Womanless Wedding Held
One of the largest audiences ever gathered together in Cliffside saw a most successful performance of the “Womanless Wedding,” given at Cliffside last Saturday night under the auspices of the Parent-Teachers’ Association. The large auditorium of the new school building was packed to overflowing, and some were turned away. It is estimated that more than 1,000 people saw the “Wedding,” and the proceeds were $205. This amount will go a long way towards filling the needs of the school.
The doors were opened at 6:20 o’clock and by eight, the hour of the “Wedding,” all available standing room was taken.
Promptly at eight o’clock the “wedding party” began to assemble on the stage.
“Following these was the mother, Marcus Martin, weeping as if “her” heart would break. “She” was accompanied by “her” twins, George Thompson and Berry Bland, who were rolled in in a wheelbarrow…”
First came the distinguished guest, Mr. G. K. Moore. Following him down the aisle were the aunt, Mr. R. B. Watkins, and “her” eight children—Willie Hoy, Arthur Carpenter, Charlie Carpenter, Hugh Nanney, Roy Freeman, Hoover Grant, Woodrow Grant, Vernon Wall. Then came the aged grandparents, Mr. T. D. Rudisill, grandfather, and Rev. J. C. Keever, grandmother. Following these was the mother, Marcus Martin, weeping as if “her” heart would break. “She” was accompanied by “her” twins, George Thompson and Berry Bland, who were rolled in in a wheelbarrow, in [the] charge of negro mammies, Broadus Wilson and R. B. McBrayer.
The musicians, D. C. Cole, pianist; B. E. Roach, saxophone soloist; and Hollis M. Owens, soloist, were then ushered on the stage.
Mr. Owens then sang “All the World Will Be Jealous of Me” and “I Love You Truly,” after which Mr. Roach played a saxophone solo “Believe Me If All Those Endearing Young Charms.”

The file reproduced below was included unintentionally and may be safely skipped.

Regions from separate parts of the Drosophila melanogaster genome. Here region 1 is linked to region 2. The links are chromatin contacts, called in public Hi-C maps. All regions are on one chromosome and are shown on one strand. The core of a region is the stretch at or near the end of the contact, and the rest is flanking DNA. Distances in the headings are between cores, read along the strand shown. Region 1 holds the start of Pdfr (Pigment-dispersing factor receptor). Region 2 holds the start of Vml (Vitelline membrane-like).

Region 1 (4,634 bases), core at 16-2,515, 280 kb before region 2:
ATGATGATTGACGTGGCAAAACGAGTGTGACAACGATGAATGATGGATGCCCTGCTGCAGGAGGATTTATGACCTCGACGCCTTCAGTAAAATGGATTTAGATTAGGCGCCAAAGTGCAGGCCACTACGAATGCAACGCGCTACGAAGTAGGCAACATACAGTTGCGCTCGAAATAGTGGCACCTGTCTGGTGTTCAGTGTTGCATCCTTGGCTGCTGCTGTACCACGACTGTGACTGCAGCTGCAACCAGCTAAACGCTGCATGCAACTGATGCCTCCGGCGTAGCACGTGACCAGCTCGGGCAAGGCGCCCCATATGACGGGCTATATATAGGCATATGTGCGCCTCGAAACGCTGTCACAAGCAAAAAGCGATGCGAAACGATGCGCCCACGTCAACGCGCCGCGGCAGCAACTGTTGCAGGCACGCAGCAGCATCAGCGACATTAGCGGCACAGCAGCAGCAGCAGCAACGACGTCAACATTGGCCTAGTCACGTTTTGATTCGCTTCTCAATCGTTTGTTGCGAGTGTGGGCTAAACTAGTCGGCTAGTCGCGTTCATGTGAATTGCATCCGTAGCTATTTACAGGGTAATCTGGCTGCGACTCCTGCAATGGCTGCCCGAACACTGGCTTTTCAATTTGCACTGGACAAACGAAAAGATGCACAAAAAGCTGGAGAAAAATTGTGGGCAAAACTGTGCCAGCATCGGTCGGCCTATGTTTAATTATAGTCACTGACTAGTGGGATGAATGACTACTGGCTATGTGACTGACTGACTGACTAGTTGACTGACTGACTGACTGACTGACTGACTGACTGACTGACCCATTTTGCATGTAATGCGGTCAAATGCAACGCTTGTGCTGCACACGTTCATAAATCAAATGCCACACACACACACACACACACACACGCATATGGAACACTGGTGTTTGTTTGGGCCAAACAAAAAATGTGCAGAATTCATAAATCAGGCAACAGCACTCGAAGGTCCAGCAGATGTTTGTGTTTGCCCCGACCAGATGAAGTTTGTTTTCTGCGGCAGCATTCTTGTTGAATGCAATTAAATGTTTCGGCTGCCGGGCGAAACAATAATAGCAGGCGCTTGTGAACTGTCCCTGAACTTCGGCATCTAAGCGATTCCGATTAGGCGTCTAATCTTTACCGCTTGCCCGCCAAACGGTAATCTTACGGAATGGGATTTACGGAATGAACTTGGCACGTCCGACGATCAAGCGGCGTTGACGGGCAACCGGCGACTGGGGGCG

Then to the strains of the “Wedding March,” the bridal party began to assemble. First came the little ribbon girls, Messrs. Charles H. Swofford, D. S. B. Bridges, J. B. Freeman and J. L. Cooper. They formed an aisle on either side for the rest of the party to march through.
Following these came the bride’s maids and the groom’s men in alternate pairs. The bride’s maids were Messrs. Charles H. Haynes, Charles C. Erwin, Lloyd Williamson, G. A. Hines, Bate Wilson, C. D. Hughes, C. C. Tate, T. B. Bland, Martin Mauney, Aubrey Humphries, G. C. Shuford and Claude Grose. The groom’s men were Messrs. Charles F. Moore, W. W. Nanney, P. C. Hawkins, R. V. Bland, Cornelius Martin, C. B. Martin, J. P. Carpenter, W. F. Blanton, Palmer Harrill, R. E. Hollifield, A. R. Wall and Sam Hughes. Following these came the little ring bearer, John Robinson, and the officiating minister, G. K. Moore, Jr.
Then came the groom, Mr. G. C. Haynes, accompanied by his best man, Mr. R. C. Henkler; the dame of honor, Mr. Z. O. Jenkins; matron of honor, Mr. B. P. Caldwell; and maid of honor, Mr. B. D. Wilson.
Finally the blushing bride, Mr. Maurice Hendrick, on the arm of “her” father, Dr. T. L. White, preceded by the little flower girls, Messrs. J. H. Hill and O. L. Womick, who strewed flowers in the pathway of the bride.
The lengthy and binding ceremony proceeded slowly due to objections from the distinguished guest, Mr. G. K. Moore, Sr. and one of the negro mammies, Broadus Wilson, but finally the two young lives were made one, and the wedding party retired from the stage.
Particular mention should be made of the gorgeous costumes worn by the “ladies” of the party and to their magnificent bouquets and their graceful carriage. Also the men of the party were attired in conventional evening attire.
The wedding was under the direction of the Ways and Means Committee of the Parent-Teachers’ Association, which consists of Mesdames B. P. Caldwell, W. H. Haynes, B. D. Wilson, J. S. Rudisill, G. C. Shuford, Misses Marjorie Hord, Evver Bame, Edna Dickson and Mr. Clyde A. Erwin.
To the committee were added Miss Evelyn Pusey and Mrs. M. Hendrick. The wonderful team work and cooperation shown by everyone connected with the “wedding” was remarkable and it was due to this that the even was so successful.
Reprinted with permission from The Daily Courier. Copyright owned by The Daily Courier.